Psychologists have known for a few years now that individuals of lower socioeconomic status tend to empathize more with others, be less individualistic, and, according to a 2010 study, give more of their income to other people and institutions in their communities.
Poor people could be compensated if GST base broadened, says Liberal MP
Daniel Hurst, The Guardian
A Liberal MP calling for the goods and services tax (GST) base to be broadened has argued the impacts on poor people could be addressed through a targeted compensation package.
Dan Tehan, the member for Wannon in Victoria, said tax reform was crucial “to maintain our standard of living” and the currently exempt products and services – such as education, health and fresh food – should be subject to the 10% GST.
Business and ACOSS call for detailed debate on tax changes, not just GST
Naomi Woodley, AM, ABC
In the wake of new calls to broaden the base of the Goods and Services Tax, both business and social service groups say there must be a genuine, and comprehensive look at Australia's whole tax regime.
But that's largely where their agreement ends.
Overloading welfare state leaves children to pay
Greg Lindsay, Australian Financial Review
As 2014 ended, many of us felt as though public life had short-changed us. Not in a monetary sense specifically, though I will come to that. It would seem that with few exceptions, electoral politics had become incapable of satisfying the multiple demands placed on it, and the reason is quite simple: it can’t.
No matter where in the world you look, Europe, North America and Japan in particular, though we are not exempt, countries are having to come to grips with the fact that the social democratic welfare state idea that dominated the past century or so has become unsustainable.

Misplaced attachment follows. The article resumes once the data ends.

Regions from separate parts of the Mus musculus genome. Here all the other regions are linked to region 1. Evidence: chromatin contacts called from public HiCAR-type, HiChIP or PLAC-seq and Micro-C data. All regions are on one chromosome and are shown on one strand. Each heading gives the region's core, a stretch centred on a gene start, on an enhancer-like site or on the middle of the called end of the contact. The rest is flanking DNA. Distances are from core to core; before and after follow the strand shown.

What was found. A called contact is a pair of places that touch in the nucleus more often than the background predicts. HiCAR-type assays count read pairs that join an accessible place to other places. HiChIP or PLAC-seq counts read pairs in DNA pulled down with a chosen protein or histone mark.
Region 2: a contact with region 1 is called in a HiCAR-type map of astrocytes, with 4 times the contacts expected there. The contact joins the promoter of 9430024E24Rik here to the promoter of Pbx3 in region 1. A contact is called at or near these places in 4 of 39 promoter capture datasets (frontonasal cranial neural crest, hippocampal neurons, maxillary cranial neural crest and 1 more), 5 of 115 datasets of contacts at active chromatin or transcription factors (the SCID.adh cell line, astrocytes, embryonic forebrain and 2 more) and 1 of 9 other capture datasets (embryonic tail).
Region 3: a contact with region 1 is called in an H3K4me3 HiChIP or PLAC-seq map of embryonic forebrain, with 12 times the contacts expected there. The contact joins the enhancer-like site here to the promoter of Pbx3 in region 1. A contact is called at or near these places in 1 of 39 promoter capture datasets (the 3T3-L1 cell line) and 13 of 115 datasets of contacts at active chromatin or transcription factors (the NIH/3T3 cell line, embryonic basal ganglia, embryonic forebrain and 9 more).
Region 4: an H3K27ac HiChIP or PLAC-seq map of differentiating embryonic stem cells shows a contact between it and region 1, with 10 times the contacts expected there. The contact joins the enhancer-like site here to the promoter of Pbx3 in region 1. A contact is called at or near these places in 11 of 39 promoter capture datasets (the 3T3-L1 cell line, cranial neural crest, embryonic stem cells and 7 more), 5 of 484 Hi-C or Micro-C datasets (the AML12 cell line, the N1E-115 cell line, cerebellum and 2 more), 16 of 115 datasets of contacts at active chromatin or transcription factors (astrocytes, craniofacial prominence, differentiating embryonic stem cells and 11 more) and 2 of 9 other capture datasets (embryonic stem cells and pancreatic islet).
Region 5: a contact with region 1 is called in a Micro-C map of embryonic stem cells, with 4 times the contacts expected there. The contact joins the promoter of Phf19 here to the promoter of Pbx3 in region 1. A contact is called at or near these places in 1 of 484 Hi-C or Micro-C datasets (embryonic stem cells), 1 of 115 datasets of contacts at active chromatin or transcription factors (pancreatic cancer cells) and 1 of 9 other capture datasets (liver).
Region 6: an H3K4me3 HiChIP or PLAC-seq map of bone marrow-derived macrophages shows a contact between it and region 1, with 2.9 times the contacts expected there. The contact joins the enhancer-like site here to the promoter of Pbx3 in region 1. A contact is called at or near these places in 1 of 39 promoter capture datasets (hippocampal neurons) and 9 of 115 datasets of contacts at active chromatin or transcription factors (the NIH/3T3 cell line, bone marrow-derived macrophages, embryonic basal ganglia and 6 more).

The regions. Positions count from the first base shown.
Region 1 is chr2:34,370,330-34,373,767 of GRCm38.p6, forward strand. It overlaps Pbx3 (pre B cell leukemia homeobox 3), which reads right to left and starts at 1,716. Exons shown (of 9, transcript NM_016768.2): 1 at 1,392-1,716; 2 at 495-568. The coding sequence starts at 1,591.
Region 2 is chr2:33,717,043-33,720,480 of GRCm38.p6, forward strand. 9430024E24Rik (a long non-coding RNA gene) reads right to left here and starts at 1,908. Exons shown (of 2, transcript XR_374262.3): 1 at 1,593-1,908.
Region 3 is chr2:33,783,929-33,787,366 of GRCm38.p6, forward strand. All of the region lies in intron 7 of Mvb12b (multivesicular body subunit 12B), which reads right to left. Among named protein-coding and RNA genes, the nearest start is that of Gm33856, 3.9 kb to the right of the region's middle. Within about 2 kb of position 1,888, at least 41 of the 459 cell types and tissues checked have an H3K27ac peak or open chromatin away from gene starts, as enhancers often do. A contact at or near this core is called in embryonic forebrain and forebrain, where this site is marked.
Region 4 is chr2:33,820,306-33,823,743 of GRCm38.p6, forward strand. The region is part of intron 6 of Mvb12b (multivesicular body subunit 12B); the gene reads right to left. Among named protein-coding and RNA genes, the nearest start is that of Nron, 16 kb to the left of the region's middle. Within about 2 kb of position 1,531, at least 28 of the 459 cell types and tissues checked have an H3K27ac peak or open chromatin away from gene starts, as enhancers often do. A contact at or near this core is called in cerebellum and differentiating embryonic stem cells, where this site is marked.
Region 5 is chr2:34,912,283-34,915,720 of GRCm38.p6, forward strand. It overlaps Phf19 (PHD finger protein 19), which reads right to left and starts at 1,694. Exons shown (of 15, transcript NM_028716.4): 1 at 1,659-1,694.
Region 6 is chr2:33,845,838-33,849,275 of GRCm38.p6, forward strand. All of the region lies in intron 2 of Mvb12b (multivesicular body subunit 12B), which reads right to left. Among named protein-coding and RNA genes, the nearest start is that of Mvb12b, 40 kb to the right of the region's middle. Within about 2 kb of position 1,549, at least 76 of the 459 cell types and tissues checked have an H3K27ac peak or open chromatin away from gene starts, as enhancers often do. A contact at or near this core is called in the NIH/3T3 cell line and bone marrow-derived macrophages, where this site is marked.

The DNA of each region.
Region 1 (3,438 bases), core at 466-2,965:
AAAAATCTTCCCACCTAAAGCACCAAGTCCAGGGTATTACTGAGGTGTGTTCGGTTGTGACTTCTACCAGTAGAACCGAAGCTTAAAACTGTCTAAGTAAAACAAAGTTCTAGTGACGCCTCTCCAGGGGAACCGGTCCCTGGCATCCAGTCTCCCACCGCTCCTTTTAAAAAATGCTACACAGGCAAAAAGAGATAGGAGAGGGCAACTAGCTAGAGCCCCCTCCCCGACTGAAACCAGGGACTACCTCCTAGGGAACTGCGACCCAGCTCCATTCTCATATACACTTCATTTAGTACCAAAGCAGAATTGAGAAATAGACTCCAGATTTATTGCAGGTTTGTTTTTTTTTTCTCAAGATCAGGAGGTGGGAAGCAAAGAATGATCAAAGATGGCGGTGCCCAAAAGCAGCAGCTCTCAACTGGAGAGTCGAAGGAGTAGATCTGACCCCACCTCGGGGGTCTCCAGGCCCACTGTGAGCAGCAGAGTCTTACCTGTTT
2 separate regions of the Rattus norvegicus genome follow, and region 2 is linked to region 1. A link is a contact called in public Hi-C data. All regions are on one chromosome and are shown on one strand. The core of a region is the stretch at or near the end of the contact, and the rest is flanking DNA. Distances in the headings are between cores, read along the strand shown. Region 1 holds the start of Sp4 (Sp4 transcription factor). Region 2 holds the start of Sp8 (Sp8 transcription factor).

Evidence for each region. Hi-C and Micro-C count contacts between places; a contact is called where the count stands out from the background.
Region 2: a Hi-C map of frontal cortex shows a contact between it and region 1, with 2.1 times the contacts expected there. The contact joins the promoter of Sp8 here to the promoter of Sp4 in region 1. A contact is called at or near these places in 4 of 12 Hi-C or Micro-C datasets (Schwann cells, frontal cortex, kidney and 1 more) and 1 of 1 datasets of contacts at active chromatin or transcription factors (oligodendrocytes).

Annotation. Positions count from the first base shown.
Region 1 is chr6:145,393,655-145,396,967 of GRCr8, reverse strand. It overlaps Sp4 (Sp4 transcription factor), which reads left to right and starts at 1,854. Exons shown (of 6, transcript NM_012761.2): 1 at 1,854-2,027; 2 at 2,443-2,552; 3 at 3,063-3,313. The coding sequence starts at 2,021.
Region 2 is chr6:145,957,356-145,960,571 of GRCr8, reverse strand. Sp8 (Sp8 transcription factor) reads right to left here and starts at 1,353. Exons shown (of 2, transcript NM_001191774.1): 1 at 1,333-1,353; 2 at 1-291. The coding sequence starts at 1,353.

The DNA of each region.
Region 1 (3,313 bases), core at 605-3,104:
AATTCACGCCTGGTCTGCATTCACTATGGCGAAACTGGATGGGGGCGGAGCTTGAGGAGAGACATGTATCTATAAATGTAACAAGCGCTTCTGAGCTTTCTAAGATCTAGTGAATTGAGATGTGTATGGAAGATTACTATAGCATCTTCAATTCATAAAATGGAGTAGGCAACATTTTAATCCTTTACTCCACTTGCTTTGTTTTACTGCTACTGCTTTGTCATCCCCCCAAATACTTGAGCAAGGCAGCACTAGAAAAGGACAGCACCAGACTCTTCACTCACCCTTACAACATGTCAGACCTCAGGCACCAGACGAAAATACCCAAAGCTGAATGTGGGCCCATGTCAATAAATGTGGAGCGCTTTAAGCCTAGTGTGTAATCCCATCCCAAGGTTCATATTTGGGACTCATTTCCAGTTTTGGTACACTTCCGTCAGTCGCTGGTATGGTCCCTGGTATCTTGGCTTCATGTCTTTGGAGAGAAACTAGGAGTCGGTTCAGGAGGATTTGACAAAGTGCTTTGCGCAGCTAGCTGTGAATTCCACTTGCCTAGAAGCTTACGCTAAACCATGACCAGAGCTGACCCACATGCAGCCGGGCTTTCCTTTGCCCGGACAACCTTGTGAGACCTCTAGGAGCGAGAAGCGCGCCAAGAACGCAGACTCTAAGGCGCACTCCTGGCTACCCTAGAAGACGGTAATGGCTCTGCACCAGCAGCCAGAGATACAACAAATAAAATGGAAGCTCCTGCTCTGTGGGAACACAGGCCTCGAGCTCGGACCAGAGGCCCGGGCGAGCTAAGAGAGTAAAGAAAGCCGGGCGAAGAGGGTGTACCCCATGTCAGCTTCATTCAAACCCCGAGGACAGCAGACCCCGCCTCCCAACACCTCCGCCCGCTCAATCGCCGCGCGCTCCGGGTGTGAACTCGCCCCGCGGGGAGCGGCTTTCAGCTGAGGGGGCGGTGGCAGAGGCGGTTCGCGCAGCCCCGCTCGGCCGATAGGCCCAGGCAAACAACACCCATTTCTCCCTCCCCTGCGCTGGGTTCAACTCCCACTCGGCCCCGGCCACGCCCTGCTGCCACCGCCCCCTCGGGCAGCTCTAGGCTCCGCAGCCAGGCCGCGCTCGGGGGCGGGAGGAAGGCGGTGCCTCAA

Issues Paper 3 – Roles and Responsibilities in Health
Reform of the Federation White Paper
Because of its complexity, mental health is a compelling example of the challenges associated with assigning roles and responsibilities in Australia’s broader health care arrangements. There is in fact no such thing as a mental health ‘system’; instead, this ‘system’ is shorthand for the many systems and services consumers and carers may encounter. For the most part, these services and systems are poorly integrated, overseen by different parts of government, based on widely differing organising principles, and not working towards a common goal.
The Commonwealth and the States and Territories both have roles in policy, funding, and regulation in mental health. These roles have evolved in piecemeal fashion and have usually not been defined with respect to an overarching vision shared across governments and portfolios. It is therefore no surprise that consumers find the system enormously difficult to navigate.
Issues Paper 4 — Roles and Responsibilities in Education
Reform of the Federation White Paper
The state and territories’ VET systems interact with a range of other service systems, the majority of which are currently the primary responsibility of the Commonwealth (e.g.employment services, income support and welfare, and higher education). These systems are all linked by a common objective of supporting individuals to get employment, while using different approaches to achieving this. The employment services system connects people with jobs, and employers with employees. The VET and higher education systems provide individuals with the skills and knowledge they need to do jobs. The income support and welfare system provides individuals with financial support and other support services, including while they are searching for a job and undertaking some forms of training.